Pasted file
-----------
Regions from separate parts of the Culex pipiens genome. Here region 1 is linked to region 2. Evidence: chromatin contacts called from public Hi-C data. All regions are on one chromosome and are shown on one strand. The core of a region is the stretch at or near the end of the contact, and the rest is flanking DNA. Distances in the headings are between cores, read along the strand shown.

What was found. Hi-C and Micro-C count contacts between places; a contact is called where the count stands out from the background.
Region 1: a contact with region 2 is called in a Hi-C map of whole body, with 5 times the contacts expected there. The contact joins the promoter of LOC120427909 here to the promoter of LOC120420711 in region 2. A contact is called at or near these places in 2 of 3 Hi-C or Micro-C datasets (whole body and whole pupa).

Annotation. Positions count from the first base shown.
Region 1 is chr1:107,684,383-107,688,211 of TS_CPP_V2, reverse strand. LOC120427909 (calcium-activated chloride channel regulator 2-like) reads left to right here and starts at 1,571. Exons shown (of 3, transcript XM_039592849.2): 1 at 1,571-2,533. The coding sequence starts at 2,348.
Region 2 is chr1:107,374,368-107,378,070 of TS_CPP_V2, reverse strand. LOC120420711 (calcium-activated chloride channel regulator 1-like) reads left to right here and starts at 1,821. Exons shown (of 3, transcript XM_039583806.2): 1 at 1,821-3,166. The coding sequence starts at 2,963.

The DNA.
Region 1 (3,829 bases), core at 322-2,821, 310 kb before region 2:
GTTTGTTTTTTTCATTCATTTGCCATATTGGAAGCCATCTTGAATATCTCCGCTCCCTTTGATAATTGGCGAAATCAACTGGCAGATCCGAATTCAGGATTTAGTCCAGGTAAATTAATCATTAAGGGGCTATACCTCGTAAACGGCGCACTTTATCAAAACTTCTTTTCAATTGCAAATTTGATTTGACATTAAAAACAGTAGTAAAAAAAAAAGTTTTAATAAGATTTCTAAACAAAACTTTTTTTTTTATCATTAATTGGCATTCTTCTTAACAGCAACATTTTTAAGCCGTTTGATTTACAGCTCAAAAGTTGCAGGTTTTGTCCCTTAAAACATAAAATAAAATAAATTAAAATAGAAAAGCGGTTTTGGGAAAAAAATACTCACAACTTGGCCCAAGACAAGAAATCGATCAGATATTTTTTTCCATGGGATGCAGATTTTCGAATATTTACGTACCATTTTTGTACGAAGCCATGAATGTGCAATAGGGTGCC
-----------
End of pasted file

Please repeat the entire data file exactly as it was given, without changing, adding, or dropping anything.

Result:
Regions from separate parts of the Culex pipiens genome. Here region 1 is linked to region 2. Evidence: chromatin contacts called from public Hi-C data. All regions are on one chromosome and are shown on one strand. The core of a region is the stretch at or near the end of the contact, and the rest is flanking DNA. Distances in the headings are between cores, read along the strand shown.

What was found. Hi-C and Micro-C count contacts between places; a contact is called where the count stands out from the background.
Region 1: a contact with region 2 is called in a Hi-C map of whole body, with 5 times the contacts expected there. The contact joins the promoter of LOC120427909 here to the promoter of LOC120420711 in region 2. A contact is called at or near these places in 2 of 3 Hi-C or Micro-C datasets (whole body and whole pupa).

Annotation. Positions count from the first base shown.
Region 1 is chr1:107,684,383-107,688,211 of TS_CPP_V2, reverse strand. LOC120427909 (calcium-activated chloride channel regulator 2-like) reads left to right here and starts at 1,571. Exons shown (of 3, transcript XM_039592849.2): 1 at 1,571-2,533. The coding sequence starts at 2,348.
Region 2 is chr1:107,374,368-107,378,070 of TS_CPP_V2, reverse strand. LOC120420711 (calcium-activated chloride channel regulator 1-like) reads left to right here and starts at 1,821. Exons shown (of 3, transcript XM_039583806.2): 1 at 1,821-3,166. The coding sequence starts at 2,963.

The DNA.
Region 1 (3,829 bases), core at 322-2,821, 310 kb before region 2:
GTTTGTTTTTTTCATTCATTTGCCATATTGGAAGCCATCTTGAATATCTCCGCTCCCTTTGATAATTGGCGAAATCAACTGGCAGATCCGAATTCAGGATTTAGTCCAGGTAAATTAATCATTAAGGGGCTATACCTCGTAAACGGCGCACTTTATCAAAACTTCTTTTCAATTGCAAATTTGATTTGACATTAAAAACAGTAGTAAAAAAAAAAGTTTTAATAAGATTTCTAAACAAAACTTTTTTTTTTATCATTAATTGGCATTCTTCTTAACAGCAACATTTTTAAGCCGTTTGATTTACAGCTCAAAAGTTGCAGGTTTTGTCCCTTAAAACATAAAATAAAATAAATTAAAATAGAAAAGCGGTTTTGGGAAAAAAATACTCACAACTTGGCCCAAGACAAGAAATCGATCAGATATTTTTTTCCATGGGATGCAGATTTTCGAATATTTACGTACCATTTTTGTACGAAGCCATGAATGTGCAATAGGGTGCC